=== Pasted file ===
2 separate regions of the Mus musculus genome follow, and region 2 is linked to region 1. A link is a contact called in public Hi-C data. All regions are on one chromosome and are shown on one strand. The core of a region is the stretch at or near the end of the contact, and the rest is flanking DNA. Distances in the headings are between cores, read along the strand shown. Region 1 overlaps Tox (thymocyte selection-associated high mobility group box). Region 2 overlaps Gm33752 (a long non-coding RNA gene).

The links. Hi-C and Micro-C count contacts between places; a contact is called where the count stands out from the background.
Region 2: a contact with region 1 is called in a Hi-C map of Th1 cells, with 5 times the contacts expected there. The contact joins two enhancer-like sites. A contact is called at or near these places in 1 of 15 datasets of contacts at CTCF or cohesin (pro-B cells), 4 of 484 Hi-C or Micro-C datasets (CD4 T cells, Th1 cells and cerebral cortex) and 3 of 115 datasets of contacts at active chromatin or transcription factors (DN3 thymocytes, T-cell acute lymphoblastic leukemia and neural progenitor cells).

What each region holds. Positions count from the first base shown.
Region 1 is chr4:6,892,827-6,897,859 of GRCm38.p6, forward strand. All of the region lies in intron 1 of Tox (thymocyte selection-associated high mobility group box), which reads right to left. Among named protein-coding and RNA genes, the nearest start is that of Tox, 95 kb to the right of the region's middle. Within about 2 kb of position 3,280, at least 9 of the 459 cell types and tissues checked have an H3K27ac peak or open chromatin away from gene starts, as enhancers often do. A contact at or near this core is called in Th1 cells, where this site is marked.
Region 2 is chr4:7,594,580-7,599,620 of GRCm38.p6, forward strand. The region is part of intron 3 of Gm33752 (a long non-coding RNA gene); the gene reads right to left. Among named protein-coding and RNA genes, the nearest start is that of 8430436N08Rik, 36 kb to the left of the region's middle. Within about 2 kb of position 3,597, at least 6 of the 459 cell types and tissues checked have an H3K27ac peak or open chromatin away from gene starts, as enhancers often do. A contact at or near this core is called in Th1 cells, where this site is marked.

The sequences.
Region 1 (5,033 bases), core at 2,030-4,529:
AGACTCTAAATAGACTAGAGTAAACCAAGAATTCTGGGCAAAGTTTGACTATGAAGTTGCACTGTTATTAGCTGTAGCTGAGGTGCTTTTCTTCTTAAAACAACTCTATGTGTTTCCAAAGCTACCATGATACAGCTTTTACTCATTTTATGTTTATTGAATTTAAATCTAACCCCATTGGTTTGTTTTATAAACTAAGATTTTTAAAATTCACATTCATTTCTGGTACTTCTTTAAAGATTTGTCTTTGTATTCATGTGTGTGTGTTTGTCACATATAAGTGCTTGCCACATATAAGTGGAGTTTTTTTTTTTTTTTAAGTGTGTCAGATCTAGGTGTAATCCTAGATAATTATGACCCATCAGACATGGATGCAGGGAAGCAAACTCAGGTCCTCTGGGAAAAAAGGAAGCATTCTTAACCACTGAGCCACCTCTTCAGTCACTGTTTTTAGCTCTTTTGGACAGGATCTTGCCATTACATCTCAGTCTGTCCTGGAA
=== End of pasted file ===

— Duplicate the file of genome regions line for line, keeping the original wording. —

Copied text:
2 separate regions of the Mus musculus genome follow, and region 2 is linked to region 1. A link is a contact called in public Hi-C data. All regions are on one chromosome and are shown on one strand. The core of a region is the stretch at or near the end of the contact, and the rest is flanking DNA. Distances in the headings are between cores, read along the strand shown. Region 1 overlaps Tox (thymocyte selection-associated high mobility group box). Region 2 overlaps Gm33752 (a long non-coding RNA gene).

The links. Hi-C and Micro-C count contacts between places; a contact is called where the count stands out from the background.
Region 2: a contact with region 1 is called in a Hi-C map of Th1 cells, with 5 times the contacts expected there. The contact joins two enhancer-like sites. A contact is called at or near these places in 1 of 15 datasets of contacts at CTCF or cohesin (pro-B cells), 4 of 484 Hi-C or Micro-C datasets (CD4 T cells, Th1 cells and cerebral cortex) and 3 of 115 datasets of contacts at active chromatin or transcription factors (DN3 thymocytes, T-cell acute lymphoblastic leukemia and neural progenitor cells).

What each region holds. Positions count from the first base shown.
Region 1 is chr4:6,892,827-6,897,859 of GRCm38.p6, forward strand. All of the region lies in intron 1 of Tox (thymocyte selection-associated high mobility group box), which reads right to left. Among named protein-coding and RNA genes, the nearest start is that of Tox, 95 kb to the right of the region's middle. Within about 2 kb of position 3,280, at least 9 of the 459 cell types and tissues checked have an H3K27ac peak or open chromatin away from gene starts, as enhancers often do. A contact at or near this core is called in Th1 cells, where this site is marked.
Region 2 is chr4:7,594,580-7,599,620 of GRCm38.p6, forward strand. The region is part of intron 3 of Gm33752 (a long non-coding RNA gene); the gene reads right to left. Among named protein-coding and RNA genes, the nearest start is that of 8430436N08Rik, 36 kb to the left of the region's middle. Within about 2 kb of position 3,597, at least 6 of the 459 cell types and tissues checked have an H3K27ac peak or open chromatin away from gene starts, as enhancers often do. A contact at or near this core is called in Th1 cells, where this site is marked.

The sequences.
Region 1 (5,033 bases), core at 2,030-4,529:
AGACTCTAAATAGACTAGAGTAAACCAAGAATTCTGGGCAAAGTTTGACTATGAAGTTGCACTGTTATTAGCTGTAGCTGAGGTGCTTTTCTTCTTAAAACAACTCTATGTGTTTCCAAAGCTACCATGATACAGCTTTTACTCATTTTATGTTTATTGAATTTAAATCTAACCCCATTGGTTTGTTTTATAAACTAAGATTTTTAAAATTCACATTCATTTCTGGTACTTCTTTAAAGATTTGTCTTTGTATTCATGTGTGTGTGTTTGTCACATATAAGTGCTTGCCACATATAAGTGGAGTTTTTTTTTTTTTTTAAGTGTGTCAGATCTAGGTGTAATCCTAGATAATTATGACCCATCAGACATGGATGCAGGGAAGCAAACTCAGGTCCTCTGGGAAAAAAGGAAGCATTCTTAACCACTGAGCCACCTCTTCAGTCACTGTTTTTAGCTCTTTTGGACAGGATCTTGCCATTACATCTCAGTCTGTCCTGGAA